The RHI Inquiry has uncovered a details of how Mairitn Ó Muilleoir was in constant contact with unelected senior republican figures about a key decision in the period where Stormont was falling apart at the start of 2017.
As Finance Minister, Mr Ó Muilleoir needed to sign off on the business case for DUP minister Simon Hamilton’s proposed solution to the huge RHI overspend — a retrospective cut in subsidies.
Mr Hamilton accused the finance minister of politicking by stalling on that decision even when his own officials were recommending that he approve it.
Yesterday the inquiry was told of multiple communications, which the inquiry has compelled from Sinn Féin under its sweeping powers of compulsion, which indicate that even as the most senior Executive minister outside of Stormont Castle Mr Ó Muilleoir reported to a series of publicly unseen republicans – one of whom, Padraic Wilson, has separately been reported to be one of the most senior members of the IRA.
The inquiry was told that on 18 December, three days after Jonathan Bell’s dramatic TV interview, Mr Ó Muilleoir met with Mr Hamilton in Belfast City Hall to discuss RHI – but no minutes were taken of the ministerial meeting.
Three days later, Mr Ó Muilleoir emailed senior republican figure Padraic Wilson to provide a detailed summary of the meeting.
Mr Wilson, who was caught in possession of a bomb, is a former ‘officer commanding’ of the IRA prisoners in the Maze Prison who continued to be given crucial roles by the IRA after his release from jail.
Three years ago a security assessment for the government said that the IRA Army Council remains intact and that IRA members believe that it controls Sinn Féin.
He told Mr Wilson about Mr Hamilton’s plans, “under which there would be costs to London and none to Executive”.
Mr Ó Muilleoir then said: “It’s up to [Mr Hamilton’s department] to come up with a solution ... that gives us a certain distance from the DUP attempts to say we were all in this together”.
Sir Patrick Coghlin said: “What you would like to see here, given the fact that there is a clear threat to public funds, is a degree of positive cooperation. What you get is two alley cats, if you like, fighting and walking around each other – ‘this gives us a certain distance from the DUP to say we’re all in this together’.
“Don’t for goodness sake say we’re cooperating or together...if the ordinary member of the public whose tax money is being lost here stood back and looked at this and did so with the hope that there was cooperation to try to solve his loss of money, I doubt if he would have any great confidence in what was going on.”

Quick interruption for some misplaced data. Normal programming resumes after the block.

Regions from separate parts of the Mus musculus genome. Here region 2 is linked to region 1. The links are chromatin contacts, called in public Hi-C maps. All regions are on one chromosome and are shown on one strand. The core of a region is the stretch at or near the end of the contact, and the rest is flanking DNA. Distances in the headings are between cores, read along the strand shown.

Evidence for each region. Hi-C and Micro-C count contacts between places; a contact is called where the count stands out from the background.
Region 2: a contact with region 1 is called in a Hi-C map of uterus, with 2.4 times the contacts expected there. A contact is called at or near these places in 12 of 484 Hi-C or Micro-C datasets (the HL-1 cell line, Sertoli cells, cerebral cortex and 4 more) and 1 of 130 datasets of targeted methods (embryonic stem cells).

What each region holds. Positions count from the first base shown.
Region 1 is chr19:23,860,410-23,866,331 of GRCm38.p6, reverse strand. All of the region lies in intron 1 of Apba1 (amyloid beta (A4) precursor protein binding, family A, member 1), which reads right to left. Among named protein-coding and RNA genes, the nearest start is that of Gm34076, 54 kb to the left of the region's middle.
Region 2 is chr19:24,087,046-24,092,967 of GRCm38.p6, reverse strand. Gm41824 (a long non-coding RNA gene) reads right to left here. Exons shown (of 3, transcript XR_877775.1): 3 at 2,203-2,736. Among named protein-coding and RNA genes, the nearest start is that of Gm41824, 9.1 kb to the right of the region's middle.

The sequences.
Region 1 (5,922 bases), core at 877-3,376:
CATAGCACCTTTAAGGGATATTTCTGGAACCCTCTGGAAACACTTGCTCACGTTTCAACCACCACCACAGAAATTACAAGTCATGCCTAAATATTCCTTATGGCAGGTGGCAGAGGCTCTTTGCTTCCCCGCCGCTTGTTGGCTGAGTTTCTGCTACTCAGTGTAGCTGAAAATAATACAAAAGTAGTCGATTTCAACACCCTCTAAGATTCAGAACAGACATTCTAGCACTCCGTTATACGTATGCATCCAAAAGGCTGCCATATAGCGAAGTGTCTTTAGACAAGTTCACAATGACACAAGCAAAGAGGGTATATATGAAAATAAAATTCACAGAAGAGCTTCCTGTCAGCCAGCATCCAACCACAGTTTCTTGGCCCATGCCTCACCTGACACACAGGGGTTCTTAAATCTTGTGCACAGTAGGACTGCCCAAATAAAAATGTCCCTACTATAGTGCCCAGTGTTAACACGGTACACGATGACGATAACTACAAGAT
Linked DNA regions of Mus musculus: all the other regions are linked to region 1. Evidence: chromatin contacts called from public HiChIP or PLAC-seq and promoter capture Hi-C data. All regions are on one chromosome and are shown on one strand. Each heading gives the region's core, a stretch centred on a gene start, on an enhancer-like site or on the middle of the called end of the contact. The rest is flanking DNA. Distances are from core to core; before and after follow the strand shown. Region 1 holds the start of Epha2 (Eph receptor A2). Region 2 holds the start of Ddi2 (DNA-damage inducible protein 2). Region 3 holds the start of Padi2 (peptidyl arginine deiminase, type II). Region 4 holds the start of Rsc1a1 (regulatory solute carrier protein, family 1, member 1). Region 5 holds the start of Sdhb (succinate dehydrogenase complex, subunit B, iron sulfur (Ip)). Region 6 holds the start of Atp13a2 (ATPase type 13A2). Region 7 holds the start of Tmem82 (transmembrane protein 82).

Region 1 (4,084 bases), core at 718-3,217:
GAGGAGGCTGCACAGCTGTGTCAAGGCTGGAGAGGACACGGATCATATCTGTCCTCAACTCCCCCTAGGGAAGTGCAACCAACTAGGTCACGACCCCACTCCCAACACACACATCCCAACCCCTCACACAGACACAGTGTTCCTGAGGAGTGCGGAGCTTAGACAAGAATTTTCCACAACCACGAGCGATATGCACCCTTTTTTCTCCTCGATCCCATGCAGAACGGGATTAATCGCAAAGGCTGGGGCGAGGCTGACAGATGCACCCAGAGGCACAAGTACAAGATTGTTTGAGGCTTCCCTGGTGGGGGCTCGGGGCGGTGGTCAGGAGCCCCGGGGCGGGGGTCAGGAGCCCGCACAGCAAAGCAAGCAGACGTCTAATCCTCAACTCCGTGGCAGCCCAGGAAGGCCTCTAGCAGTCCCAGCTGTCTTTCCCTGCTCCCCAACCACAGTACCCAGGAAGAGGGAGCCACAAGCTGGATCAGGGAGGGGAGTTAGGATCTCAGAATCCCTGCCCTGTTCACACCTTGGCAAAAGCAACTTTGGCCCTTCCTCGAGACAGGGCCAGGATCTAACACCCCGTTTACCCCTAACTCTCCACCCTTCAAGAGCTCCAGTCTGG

Mr Ó Muilleoir went on to say that the DUP and Sinn Fein were “drawing metaphorical daggers” at that point with relations disintegrating as Stormont moved towards collapse.
By 4 January 2017 Mr Ó Muilleoir was emailing other Sinn Féin figures including Ted Howell, one of Gerry Adams’ closest confidantes for decades and a former go-between representing the IRA.
When asked who Mr Howell was, Mr Ó Muilleoir described him as “the former chair and chair of every negotiation Sinn Fein’s been involved in around these institutions and political processes since 1997” and a member of Sinn Féin’s ard chomhairle who was “brought back from retirement at the request of Martin McGuinness to chair a crisis committee to deal with the crisis” over RHI.
Within two days of his email to Mr Howell, Mr Ó Muilleoir wrote a letter to Mr Hamilton criticising his approach and released it publicly. The inquiry has found that a draft of the letter was in circulation among the group of senior republicans.
On 16 January, Mr Ó Muilleoir wrote to senior republicans, including Mr Howell, to say “I will shortly sign off a submission from officials agreeing that the interim solution of Simon Hamilton stacks up”.
But the following day, Mr Ó Muilleoir wrote to say he was “taken by” the suggestion of Sinn Féin MLA Raymond McCartney to “strip apart” Mr Hamilton’s proposal.
He then received a text message from Mr Howell two days later to tell him that “the hole in our case is ‘what is the SF cure?’” if it rejected Mr Hamilton’s plan.
Mr Ó Muilleoir replied in detail to Mr Howell setting out his preferred approach.
Mr Ó Muilleoir then emailed Mr Howell on 24 January to tell him “there is now no further reason for me to delay holding up [sic] this business plan... would you be content if I were to sign off the business plan on Wednesday afternoon?”
Mr Lunny put it to him: “So you’re essentially asking Ted Howell is he content that you do what all of those officials by that point are recommending that you do - so Emer Morelli, Mike Brennan and the permanent secretary; but you’re still asking Ted Howell for permission.”
Mr Ó Muilleoir insisted that he was not in that email requesting permission and was simply informing him of what he would be doing and was acting as “a courtesy...giving him his place”.